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Benjamin Franklin's Plan for the Union... Albany Congress...
Item # 589819
October 1, 1754
GENTLEMAN'S MAGAZINE, London, October, 1754
* The Albany Congress for the union of America's colonies
Inside under America is a July 29 report from New York about the famous Albany Congress stating that: "...on the 16 instant the lieutenant-governor arrived from Albany ...having settled matters to the entire satisfaction of all the nations of Indians that attended the congress at that place." Says commissioners from Philadelphia, Maryland and Virginia arrived the next and that: "...at the...congress, the commissioners from ...several governments were unanimously of opinion, that an union of the colonies was absolutely necessary; and a plan of union was...drawn up by the...commissioners...to be laid before their respective constituents." This plan for a union of all the American English colonies, better known as the Plan of The Union, was proposed by Benjamin Franklin, one of the delegates at the Congress. The union would consist of a president general and would include a grand council with legislative powers elected by the individual colonial assemblies. The plan was later rejected by the colonial assemblies. Octavo-size, 44 pages, full title/index page, has an engraving of St. Johns Gate in the masthead.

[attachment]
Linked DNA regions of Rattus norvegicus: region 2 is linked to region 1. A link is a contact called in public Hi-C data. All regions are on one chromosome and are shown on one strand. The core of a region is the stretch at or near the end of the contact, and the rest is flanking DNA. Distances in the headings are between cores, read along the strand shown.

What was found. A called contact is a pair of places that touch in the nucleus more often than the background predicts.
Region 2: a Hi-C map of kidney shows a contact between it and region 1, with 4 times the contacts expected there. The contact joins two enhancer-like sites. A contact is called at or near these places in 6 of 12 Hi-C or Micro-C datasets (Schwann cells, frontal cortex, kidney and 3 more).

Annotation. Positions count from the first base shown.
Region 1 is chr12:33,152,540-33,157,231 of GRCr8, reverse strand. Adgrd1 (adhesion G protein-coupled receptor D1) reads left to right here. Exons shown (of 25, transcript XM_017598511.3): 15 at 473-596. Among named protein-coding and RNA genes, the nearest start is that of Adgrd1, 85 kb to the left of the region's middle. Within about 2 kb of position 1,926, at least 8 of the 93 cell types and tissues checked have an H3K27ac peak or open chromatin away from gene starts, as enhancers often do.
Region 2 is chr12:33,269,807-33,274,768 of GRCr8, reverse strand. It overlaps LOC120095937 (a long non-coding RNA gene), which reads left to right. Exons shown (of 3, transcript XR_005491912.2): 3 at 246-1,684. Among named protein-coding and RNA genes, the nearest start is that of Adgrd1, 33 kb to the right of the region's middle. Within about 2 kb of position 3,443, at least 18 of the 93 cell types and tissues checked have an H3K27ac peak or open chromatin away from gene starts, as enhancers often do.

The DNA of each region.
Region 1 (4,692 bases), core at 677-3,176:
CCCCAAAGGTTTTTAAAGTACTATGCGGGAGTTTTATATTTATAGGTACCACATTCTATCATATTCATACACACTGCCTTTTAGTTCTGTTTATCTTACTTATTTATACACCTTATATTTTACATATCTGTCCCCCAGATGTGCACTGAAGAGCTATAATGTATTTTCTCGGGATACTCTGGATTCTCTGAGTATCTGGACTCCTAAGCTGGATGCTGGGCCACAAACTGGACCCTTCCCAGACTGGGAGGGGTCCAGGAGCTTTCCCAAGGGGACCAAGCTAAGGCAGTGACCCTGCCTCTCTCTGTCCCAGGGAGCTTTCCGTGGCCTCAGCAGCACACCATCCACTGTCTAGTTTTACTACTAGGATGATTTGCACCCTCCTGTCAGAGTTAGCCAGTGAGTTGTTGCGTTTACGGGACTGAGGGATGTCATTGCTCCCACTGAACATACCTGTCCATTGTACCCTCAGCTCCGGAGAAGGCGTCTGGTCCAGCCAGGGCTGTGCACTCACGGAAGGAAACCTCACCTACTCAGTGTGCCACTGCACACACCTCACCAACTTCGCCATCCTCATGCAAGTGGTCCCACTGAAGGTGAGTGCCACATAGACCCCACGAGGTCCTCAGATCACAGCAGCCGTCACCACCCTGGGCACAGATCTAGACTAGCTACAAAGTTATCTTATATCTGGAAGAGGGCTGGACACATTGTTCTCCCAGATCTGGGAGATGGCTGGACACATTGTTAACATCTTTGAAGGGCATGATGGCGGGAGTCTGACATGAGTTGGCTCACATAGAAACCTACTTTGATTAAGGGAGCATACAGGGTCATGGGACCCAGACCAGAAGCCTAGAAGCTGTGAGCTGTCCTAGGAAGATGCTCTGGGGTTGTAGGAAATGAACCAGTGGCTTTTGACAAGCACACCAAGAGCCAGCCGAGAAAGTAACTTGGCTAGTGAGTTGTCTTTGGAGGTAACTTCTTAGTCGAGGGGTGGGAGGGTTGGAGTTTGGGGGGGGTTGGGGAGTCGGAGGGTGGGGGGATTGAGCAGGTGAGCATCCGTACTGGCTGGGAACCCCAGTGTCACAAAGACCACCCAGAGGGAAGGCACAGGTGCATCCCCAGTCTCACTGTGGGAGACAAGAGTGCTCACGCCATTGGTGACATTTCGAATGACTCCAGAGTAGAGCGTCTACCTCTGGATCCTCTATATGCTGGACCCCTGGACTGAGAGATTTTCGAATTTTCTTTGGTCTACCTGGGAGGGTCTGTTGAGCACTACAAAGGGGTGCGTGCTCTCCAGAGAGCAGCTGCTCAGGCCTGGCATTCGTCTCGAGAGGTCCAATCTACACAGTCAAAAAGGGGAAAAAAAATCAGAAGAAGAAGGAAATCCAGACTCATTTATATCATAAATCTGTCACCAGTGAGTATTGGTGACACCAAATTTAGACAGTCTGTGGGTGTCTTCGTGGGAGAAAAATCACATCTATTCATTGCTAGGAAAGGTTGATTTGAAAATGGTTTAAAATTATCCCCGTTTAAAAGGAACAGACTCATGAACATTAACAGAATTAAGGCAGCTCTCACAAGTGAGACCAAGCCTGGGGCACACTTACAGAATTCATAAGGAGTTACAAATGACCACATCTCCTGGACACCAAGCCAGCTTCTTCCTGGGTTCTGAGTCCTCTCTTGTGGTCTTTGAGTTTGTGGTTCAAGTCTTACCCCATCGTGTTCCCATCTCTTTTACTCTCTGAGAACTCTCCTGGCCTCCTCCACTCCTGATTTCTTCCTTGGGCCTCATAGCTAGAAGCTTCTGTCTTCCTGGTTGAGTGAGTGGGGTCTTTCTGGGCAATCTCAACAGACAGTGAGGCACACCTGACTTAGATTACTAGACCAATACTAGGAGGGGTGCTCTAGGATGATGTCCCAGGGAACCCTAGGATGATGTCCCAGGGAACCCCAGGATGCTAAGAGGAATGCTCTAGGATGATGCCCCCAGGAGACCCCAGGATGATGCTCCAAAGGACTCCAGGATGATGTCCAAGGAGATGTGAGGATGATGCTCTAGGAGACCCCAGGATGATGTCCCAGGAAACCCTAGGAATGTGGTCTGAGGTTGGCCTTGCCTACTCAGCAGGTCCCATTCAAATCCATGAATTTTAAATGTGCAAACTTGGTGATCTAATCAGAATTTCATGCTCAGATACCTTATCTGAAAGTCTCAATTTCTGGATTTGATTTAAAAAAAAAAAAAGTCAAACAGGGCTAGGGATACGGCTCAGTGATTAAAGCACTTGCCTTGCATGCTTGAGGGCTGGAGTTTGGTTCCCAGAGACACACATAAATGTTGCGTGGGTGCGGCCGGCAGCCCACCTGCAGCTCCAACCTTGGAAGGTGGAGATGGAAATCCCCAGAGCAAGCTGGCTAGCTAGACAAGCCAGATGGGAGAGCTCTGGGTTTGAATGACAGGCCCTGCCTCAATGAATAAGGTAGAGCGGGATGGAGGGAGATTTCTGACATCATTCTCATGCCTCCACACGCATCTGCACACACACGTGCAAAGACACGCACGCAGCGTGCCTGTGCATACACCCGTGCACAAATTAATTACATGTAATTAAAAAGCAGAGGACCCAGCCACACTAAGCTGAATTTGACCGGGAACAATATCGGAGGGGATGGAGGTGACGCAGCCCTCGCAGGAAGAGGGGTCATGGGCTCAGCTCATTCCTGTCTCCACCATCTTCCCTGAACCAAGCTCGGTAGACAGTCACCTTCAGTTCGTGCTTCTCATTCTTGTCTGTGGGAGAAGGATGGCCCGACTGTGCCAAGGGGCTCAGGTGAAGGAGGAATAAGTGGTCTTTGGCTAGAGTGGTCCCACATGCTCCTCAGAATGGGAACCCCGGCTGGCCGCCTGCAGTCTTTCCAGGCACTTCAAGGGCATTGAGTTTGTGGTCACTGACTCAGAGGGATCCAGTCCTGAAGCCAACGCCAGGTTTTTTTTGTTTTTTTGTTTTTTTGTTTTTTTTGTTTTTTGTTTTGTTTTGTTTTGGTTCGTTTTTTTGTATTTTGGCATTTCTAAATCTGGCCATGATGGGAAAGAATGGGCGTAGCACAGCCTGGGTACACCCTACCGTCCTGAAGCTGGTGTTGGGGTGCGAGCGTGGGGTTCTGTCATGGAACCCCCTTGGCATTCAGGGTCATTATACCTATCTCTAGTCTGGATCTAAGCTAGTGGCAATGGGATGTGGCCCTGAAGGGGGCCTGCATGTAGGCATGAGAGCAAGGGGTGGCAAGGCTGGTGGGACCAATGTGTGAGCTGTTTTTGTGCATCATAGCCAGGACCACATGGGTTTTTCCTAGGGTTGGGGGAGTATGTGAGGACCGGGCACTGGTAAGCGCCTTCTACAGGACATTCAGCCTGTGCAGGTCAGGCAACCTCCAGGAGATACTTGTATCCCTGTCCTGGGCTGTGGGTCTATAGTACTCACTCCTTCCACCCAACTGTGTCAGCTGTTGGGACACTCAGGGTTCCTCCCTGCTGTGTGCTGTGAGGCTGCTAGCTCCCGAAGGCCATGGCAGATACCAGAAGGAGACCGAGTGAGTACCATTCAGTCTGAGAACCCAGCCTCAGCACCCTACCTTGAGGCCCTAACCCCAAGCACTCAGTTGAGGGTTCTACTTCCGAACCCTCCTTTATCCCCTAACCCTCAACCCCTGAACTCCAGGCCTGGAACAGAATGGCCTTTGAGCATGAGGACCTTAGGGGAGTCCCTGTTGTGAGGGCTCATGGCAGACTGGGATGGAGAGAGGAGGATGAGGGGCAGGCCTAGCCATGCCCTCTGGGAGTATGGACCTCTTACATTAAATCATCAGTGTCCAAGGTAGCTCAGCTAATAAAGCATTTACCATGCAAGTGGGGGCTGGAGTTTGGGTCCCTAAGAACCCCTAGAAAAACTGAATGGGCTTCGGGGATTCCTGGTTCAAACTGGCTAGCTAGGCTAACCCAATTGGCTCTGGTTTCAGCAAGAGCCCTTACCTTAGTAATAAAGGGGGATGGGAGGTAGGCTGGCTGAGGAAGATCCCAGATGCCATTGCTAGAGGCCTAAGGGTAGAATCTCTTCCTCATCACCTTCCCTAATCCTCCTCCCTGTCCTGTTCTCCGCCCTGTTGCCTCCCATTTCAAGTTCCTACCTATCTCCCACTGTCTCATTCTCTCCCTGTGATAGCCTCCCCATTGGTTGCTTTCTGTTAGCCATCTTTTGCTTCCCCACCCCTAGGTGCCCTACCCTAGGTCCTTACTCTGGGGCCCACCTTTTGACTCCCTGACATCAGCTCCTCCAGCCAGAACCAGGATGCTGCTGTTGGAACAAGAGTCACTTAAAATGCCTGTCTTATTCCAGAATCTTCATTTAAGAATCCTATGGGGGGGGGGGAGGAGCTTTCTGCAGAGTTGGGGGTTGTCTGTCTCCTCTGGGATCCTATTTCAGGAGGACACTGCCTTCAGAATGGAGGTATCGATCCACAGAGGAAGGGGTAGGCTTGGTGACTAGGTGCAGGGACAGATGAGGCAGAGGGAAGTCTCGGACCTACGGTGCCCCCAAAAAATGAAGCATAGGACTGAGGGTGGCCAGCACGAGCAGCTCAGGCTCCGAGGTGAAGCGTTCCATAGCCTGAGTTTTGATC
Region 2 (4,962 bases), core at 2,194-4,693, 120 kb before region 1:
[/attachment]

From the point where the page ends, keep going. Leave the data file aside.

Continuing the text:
source: wikipedia: The Albany Congress was a meeting of representatives of seven of the British North American colonies in 1754 (specifically, Connecticut, Maryland, Massachusetts, New Hampshire, New York, Pennsylvania, and Rhode Island). Representatives met daily at Albany, New York from June 19 to July 11 to discuss better relations with the Indian tribes and common defensive measures against the French. They did conclude a treaty with the tribes represented, but the treaty failed to secure peace with all the Native American tribes during the French and Indian War. The Congress is notable for producing Benjamin Franklin's Albany Plan of Union, an early attempt to form a union of the colonies. Part of the Plan was used in writing the Articles of Confederation, which kept the States together from 1781 until the Constitution.
Category: The 1600's and 1700's